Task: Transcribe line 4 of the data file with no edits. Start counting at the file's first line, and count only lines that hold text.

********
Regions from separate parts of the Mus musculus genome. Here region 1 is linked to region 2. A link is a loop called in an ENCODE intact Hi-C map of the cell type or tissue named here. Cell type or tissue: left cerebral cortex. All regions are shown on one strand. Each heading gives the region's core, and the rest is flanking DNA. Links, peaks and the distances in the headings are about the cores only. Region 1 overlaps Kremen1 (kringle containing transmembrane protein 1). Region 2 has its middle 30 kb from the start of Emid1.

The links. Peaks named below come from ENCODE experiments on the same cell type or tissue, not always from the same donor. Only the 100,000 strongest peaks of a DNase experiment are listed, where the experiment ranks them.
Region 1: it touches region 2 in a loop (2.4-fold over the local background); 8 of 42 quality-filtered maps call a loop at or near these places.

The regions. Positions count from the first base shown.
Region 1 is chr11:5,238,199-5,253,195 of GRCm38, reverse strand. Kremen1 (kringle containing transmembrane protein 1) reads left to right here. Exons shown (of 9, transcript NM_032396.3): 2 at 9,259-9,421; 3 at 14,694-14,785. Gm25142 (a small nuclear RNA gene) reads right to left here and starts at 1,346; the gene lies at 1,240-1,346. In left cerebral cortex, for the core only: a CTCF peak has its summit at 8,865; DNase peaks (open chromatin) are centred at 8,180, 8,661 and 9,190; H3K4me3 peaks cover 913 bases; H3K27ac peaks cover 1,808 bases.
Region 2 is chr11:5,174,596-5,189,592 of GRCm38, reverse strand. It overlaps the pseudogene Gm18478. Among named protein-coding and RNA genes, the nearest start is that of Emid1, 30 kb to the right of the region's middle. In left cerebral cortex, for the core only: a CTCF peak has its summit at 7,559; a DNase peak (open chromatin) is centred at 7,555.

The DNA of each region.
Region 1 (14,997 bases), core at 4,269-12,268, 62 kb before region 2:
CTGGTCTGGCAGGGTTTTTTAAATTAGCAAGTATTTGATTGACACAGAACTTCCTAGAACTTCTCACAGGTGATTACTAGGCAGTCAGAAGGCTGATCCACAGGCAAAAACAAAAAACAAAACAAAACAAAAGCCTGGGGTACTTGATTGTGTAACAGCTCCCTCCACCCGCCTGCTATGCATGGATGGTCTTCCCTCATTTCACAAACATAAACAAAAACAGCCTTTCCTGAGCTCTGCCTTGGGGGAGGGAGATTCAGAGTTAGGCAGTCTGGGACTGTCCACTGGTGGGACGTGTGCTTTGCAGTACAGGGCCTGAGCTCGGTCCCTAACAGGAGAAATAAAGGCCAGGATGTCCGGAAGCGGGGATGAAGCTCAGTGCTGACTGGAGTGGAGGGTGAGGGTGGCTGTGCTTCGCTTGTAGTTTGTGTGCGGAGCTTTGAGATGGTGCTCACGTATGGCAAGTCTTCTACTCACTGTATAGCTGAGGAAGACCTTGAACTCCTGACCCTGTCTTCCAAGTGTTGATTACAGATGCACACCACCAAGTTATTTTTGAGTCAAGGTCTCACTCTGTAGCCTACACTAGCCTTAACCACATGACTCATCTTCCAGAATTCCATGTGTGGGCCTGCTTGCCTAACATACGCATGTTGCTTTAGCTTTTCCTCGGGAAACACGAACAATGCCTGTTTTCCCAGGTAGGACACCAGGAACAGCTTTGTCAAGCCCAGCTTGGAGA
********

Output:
The regions. Positions count from the first base shown.